Declined life insurance because of a benign breast lump? Fibroadenoma
Ms M found Future Proof from one of the many medical blogs we post online. Her and her partner were due to move to a new house and they both wanted life insurance to cover their mortgage should either of them pass away. I suggested that they also consider Critical Illness cover which would protect them against the financial impact of becoming critically ill. All Critical Illness policies cover three core conditions: Cancer, Heart attack and Stroke but the list of the conditions which are covered and the definitions of an illness, vary a great deal among insurers.
Previously, they had been declined cover by a large high street insurer due to Ms M’s medical condition. She is 26 years old and currently pregnant, but had found a lump (Benign fibroadenoma) in her breast.
What is a fibroadenoma?
A fibroadenoma is a very common benign (not cancer) breast condition.
Fibroadenomas often develop during puberty so are mostly found in young women, but they can occur in women of any age. Men can also get fibroadenomas, but this is very rare.
Symptoms of fibroadenoma
A fibroadenoma is usually felt as a lump in the breast which is smooth to the touch and moves easily under the skin.
Fibroadenomas are usually painless, but sometimes they may feel tender or even painful, particularly just before a period.
Types of fibroadenoma
Most fibroadenomas are about 1–3cm in size and are called simple fibroadenomas. When looked at under a microscope, simple fibroadenomas will look the same all over and do not increase the risk of developing breast cancer in the future.
Some fibroadenomas are called complex fibroadenomas. When these are looked at under a microscope, some of the cells have different features. Having a complex fibroadenoma can very slightly increase the risk of developing breast cancer in the future.
Giant or juvenile fibroadenoma
Occasionally, a fibroadenoma can grow to more than 5cm and may be called a giant fibroadenoma. Those found in teenage girls may be called juvenile fibroadenomas.
Treatment and follow-up
In most cases, treatment or follow-ups are not required but you would typically be asked to go back to your GP or the breast clinic if it increases in size, or you notice any changes.
Most fibroadenomas stay the same size. Some get smaller and some eventually disappear over time. However, a small number of fibroadenomas get bigger, particularly those in teenage girls. Fibroadenomas can also get bigger during pregnancy and breastfeeding or while taking hormone replacement therapy (HRT) but usually, reduce in size again afterwards.
Source: Breast Cancer Now July 2019.
Our Process and advice
At Future Proof, we have access to specialist insurance companies that don’t deal directly with the public. These companies offer more specialised policies, designed to provide cover where other major providers can’t.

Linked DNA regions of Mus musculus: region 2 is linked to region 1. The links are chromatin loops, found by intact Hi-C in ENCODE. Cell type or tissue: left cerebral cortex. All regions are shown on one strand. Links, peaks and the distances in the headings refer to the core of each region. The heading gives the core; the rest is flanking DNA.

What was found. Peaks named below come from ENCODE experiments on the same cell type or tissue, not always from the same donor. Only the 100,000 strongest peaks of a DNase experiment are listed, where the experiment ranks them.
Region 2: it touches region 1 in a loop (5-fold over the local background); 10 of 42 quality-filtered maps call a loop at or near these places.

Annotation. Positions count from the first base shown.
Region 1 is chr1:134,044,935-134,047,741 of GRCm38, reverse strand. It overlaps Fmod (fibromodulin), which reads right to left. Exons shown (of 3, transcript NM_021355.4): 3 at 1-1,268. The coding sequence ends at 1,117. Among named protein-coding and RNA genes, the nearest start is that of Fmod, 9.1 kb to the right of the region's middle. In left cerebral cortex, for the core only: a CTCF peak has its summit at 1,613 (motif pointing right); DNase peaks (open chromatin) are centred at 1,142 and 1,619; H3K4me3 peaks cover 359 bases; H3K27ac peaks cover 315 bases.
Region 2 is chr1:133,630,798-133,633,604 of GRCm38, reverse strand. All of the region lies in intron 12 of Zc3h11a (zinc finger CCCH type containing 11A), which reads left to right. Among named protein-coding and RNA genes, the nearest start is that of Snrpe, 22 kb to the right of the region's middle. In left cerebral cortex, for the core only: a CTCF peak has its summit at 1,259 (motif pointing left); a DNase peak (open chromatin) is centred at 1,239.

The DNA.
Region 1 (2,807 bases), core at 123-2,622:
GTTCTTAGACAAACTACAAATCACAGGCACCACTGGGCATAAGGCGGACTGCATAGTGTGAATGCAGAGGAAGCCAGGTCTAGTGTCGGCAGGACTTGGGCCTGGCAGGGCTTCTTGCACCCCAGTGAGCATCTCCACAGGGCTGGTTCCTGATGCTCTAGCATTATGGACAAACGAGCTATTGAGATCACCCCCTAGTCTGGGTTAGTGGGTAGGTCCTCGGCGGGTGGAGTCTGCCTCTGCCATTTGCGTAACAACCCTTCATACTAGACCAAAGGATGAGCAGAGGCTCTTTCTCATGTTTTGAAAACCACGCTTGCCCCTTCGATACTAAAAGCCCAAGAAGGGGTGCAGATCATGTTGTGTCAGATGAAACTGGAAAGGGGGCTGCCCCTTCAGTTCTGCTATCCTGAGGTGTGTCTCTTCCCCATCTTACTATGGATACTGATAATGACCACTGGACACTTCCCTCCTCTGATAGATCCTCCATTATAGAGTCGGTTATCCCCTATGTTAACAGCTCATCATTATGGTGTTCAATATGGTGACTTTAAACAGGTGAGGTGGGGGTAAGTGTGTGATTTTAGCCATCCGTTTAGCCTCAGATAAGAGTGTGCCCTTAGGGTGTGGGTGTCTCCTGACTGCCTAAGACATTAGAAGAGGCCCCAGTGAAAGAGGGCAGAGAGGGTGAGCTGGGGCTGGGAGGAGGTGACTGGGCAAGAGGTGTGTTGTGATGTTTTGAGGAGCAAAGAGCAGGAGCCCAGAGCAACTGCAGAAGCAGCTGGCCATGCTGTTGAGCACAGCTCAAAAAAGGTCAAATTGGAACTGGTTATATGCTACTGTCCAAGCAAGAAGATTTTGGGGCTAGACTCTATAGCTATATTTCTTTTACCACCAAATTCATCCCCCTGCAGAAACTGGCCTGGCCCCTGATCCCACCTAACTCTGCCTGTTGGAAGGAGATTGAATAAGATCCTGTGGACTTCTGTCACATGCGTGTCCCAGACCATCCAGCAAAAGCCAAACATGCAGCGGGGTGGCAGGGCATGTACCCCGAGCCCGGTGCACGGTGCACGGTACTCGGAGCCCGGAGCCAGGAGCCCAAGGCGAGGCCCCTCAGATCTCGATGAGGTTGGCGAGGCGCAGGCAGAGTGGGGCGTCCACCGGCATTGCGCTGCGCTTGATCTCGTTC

Our research process involves us contacting many insurers to find out the best possible outcome for our clients. Which avoids any nasty shocks later on during the underwriting process.
Would the insurer add a ‘loading’ to their standard premium? (this is an additional sum charged on top of their standard monthly premium to reflect their additional risk). Or, exclude a condition?
Might they decline the application? We want to avoid wasting time by making applications that may be declined.
We have up to date knowledge of the ever-changing landscape of underwriting for all providers in the UK. Future Proof is committed to thorough research so that you don’t have to. What’s more, our advice comes at no obligation and with no hidden costs. You don’t pay us directly but we do get paid by the insurer if you decide to start a policy with them.
We completed the research and found an insurer who was willing to offer our client standard rates for life cover – a stark contrast to the insurer that declined to offer her cover previously.
The challenge was to find an insurer who would accept Ms M for critical illness cover without excluding Breast cancer. Eventually, I found one insurer who would offer her standard rates with no increase in premium, AND include cover for breast cancer
We suggested that she include children’s critical illness cover to the policy as she is pregnant and would therefore give her peace of mind for the future. Many critical illness policies include children’s cover as standard but some require you to opt-in and we can advise on this at the time of application.
The couple are now happy to have in place a Joint Decreasing Term policy to cover their mortgage of £270,000, over 35 years for a monthly premium of £13.97.
They also have a Life or earlier Critical Illness policy each with a sum assured of £30,000 until their 68th birthdays for a total monthly premium of £27.33.
Children’s Critical illness was added to their critical illness policies insuring an additional £25,000 for an extra monthly premium of £4.48.
Total premium and financial peace of mind for all three was £45.78.
Please note that any premiums mentioned are indicative only and based on this specific case study/ example, which is shown for information purposes only. Your own circumstances will determine whether the amount payable is more or less than the figure quoted.
Whilst you are welcome to get a quote online, we would recommend you speak to one of our advisers.
Any quote that your adviser provides you with will take into account your circumstances and medical history, as well as your budget!
An online quote is just that – a quote – it isn’t a definite offer of cover. What really matters is the premium you are offered, after your application has been assessed.
Call Freephone 0800 644 4468 – Monday to Thursday from 09.00 to 19.00 and on Friday between 09.00 and 17.00.
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